I have had a variety of occupations since starting work. I was a library page in high school. I worked as a library associate, a baker, a short-order cook and a hospital orderly at various times during college. Just before joining the Navy I worked as an agricultural loan specialist with a federal USDA agency.

I entered the Navy Nuclear Power program and spent a combined four years as an enlisted machinist’s mate on the Sturgeon-class fast attack, the USS Hammerhead (SSN-663) and on the commissioning crew of the Ohio-class ballistic missile submarine, the USS Michigan (SSBN-727 (B)). I returned to college, participated in Navy ROTC, and graduated summa cum laude from Florida A&M University. Following college, I returned to the fleet as a commissioned officer, serving division officer tours in engineering and weapons systems on the Coontz-class guided missile destroyer, the USS Luce (DDG-38). We decommissioned that great ship in April, 1991.

I joined the Foreign Service in 1992. While assigned to Embassy London, I completed an M.A. at the School of African and Oriental Studies (SOAS) at the University of London. I rose through the ranks, entered the Senior Foreign Service in 2008, and retired in 2013 with 34 years of total federal service.

Since junior high (probably before) I have written and loved reading poetry. I recently completed an MS in Library and Information Science, and I look forward to a career as a librarian.

See more of my poetry here:


Baghdad Nights by Raymond Maxwell (diplopundit.net)


6 thoughts on “About”

  1. Copyright Notice
    © Raymond Maxwell 2016. Unauthorized use and/or duplication of this material without express and written permission from this blog’s author and/or owner is strictly prohibited. Excerpts and links may be used, provided that full and clear credit is given to Raymond Maxwell with appropriate and specific direction to the original content.


    Regarding Parody and Satire

    PRINCIPLE: Under fair use, a poet may adapt a poem or a portion of a poem in order to (1) offer a direct or indirect critique of that poem, its author, or its genre; (2) present a genuine homage to a poet or genre; or (3) hold up to ridicule a social, political, or cultural trend or phenomenon.

    Regarding Allusion, Remixing, Pastiche, Found Material, etc.

    PRINCIPLE: Under fair use, a poet may make use of quotations from existing poetry, literary prose, and non-literary material, if these quotations are re-presented in poetic forms that add value through significant imaginative or intellectual transformation, whether direct or (as in the case of poetry-generating software) indirect.

    Regarding Education

    PRINCIPLE: Under fair use, instructors at all levels who devote class time to teaching examples of published poetry may reproduce those poems fully or partially in their teaching materials and make them available to students using the conventional educational technologies most appropriate for their instructional purposes.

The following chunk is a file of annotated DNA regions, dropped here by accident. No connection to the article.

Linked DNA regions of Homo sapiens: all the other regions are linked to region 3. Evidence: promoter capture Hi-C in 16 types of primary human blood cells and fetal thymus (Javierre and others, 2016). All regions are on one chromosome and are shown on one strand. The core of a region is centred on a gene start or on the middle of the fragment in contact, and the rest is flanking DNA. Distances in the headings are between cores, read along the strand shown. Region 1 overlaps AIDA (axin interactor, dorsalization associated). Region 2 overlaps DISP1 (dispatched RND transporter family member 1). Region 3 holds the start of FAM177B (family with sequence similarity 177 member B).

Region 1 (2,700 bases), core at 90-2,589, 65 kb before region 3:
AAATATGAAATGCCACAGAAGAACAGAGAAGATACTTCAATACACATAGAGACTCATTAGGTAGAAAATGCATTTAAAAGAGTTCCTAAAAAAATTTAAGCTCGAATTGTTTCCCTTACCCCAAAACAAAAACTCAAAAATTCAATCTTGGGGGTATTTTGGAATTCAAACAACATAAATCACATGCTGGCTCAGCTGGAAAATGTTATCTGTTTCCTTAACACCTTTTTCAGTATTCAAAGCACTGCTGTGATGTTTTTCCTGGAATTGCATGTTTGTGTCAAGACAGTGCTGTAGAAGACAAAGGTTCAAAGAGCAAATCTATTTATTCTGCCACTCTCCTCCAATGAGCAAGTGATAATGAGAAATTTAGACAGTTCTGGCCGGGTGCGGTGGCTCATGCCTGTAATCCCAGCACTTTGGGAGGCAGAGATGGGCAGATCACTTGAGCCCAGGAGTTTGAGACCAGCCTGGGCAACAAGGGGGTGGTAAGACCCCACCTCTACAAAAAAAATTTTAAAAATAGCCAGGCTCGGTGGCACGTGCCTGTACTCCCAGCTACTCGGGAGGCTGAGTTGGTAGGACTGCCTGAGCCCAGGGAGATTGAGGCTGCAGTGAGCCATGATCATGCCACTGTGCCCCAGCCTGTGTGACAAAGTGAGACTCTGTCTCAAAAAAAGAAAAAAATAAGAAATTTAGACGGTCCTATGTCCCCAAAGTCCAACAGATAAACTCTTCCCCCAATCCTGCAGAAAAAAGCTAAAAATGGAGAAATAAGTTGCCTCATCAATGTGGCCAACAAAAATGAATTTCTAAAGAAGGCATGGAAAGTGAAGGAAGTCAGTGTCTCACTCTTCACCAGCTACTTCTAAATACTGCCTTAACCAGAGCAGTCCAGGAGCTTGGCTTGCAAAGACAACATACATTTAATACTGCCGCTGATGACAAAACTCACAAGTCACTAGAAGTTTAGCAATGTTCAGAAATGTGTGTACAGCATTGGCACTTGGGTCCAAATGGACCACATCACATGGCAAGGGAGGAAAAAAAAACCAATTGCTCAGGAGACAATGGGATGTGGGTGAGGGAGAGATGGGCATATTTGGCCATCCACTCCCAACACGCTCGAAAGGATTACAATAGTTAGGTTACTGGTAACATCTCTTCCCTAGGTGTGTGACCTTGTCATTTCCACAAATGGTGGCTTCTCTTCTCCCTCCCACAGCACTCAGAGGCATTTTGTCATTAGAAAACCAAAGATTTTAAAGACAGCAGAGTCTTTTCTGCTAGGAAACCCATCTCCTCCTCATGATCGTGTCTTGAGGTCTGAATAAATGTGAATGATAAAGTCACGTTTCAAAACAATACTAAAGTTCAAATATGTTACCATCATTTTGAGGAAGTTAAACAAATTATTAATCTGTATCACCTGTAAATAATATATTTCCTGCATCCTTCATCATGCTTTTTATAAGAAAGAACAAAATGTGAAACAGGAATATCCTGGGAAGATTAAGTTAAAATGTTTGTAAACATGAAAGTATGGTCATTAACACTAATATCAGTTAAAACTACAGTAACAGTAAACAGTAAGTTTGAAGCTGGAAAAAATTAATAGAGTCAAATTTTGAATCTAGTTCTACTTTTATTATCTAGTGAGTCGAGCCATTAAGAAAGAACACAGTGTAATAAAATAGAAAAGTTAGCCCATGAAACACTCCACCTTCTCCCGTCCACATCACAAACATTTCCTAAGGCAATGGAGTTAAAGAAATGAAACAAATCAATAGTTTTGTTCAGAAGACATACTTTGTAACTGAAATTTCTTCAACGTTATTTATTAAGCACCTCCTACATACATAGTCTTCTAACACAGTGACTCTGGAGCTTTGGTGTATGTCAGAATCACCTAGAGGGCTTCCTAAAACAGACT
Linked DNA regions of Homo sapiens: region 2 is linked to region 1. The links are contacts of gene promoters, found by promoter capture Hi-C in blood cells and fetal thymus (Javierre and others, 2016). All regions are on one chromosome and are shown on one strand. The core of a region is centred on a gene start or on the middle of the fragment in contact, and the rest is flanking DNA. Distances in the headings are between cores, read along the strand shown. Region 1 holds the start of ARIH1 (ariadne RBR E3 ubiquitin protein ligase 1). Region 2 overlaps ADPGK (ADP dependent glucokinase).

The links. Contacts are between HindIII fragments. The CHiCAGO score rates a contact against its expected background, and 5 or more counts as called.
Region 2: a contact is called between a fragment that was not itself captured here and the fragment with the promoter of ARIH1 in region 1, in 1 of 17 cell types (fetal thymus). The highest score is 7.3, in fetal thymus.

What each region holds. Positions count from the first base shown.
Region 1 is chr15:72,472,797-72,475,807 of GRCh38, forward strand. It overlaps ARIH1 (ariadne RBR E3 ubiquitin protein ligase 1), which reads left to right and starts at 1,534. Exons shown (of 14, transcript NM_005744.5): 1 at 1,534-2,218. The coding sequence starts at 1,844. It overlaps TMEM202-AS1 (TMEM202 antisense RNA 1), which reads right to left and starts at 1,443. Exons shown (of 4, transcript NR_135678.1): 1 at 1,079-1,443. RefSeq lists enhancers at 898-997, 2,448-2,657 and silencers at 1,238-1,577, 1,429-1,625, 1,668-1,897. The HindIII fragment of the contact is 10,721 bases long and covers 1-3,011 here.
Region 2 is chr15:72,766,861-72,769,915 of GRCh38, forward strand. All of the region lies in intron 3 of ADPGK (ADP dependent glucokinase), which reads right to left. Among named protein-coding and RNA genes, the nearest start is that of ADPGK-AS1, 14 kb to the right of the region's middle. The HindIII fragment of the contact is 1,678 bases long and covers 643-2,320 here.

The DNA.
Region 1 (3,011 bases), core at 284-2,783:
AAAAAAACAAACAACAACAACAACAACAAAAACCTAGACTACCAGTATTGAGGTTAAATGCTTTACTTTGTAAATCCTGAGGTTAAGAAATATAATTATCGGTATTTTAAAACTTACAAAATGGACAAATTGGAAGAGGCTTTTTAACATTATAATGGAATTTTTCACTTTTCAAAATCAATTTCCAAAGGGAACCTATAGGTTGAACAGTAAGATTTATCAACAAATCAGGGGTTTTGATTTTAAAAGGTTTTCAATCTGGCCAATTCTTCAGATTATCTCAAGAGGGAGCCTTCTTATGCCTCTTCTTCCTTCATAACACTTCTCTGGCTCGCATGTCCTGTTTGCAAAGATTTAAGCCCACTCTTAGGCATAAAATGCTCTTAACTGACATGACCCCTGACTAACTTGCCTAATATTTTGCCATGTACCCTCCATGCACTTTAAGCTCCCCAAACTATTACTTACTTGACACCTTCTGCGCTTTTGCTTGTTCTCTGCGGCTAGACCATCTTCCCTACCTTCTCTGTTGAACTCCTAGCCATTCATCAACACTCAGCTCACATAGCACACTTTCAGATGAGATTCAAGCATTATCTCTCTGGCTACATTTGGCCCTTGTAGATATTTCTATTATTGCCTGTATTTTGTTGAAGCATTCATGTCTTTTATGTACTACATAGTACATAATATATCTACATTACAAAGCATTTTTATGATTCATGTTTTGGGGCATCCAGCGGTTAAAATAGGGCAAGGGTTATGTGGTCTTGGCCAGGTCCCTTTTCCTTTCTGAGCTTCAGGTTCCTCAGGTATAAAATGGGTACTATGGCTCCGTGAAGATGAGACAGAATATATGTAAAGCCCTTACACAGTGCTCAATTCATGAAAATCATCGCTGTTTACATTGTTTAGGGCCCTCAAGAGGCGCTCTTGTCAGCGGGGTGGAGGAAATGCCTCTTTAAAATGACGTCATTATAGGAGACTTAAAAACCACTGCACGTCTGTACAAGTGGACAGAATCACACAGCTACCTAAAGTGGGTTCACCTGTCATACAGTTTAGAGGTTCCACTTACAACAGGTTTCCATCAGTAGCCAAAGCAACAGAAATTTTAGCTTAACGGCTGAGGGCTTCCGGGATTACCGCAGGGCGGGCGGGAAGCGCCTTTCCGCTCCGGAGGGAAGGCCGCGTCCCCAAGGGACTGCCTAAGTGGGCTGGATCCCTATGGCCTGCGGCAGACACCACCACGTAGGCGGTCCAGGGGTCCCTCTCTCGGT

Regarding Criticism and Illustration

    PRINCIPLE: Under fair use, a critic discussing a published poem or body of poetry may quote freely as justified by the critical purpose; likewise, a commentator may quote to exemplify or illuminate a cultural/historical phenomenon, and a visual artist may incorporate relevant quotations into his or her work.

    Regarding Epigraphs

    PRINCIPLE: Under fair use, an author may use brief quotations of poetry to introduce chapters and sections of a prose work or long poem, so long as there is an articulable relationship between the quotation and the content of the section in question.

    Regarding Online Use

    PRINCIPLE: Under fair use, an online resource (such as a blog or web site) may make examples of selected published poetry electronically available to the public, provided that the site also includes substantial additional cultural resources, including but not limited to critique or commentary, that contextualize or otherwise add value to the selections.

    Regarding Literary Performance

    PRINCIPLE: Under fair use, a person other than the poet may read a poem to a live audience, even in circumstances where the doctrine otherwise would not apply, if the context is (1) a reading in which the reader’s own work also is included, or (2) a reading primarily intended to celebrate the poet in question.


    1. I was at D1G back in 1980. that was where I wrote the poem, on the back of one of those ugly industrial paper towels. The originals have gotten away from me over the years. But yes, D1G is one and the same.


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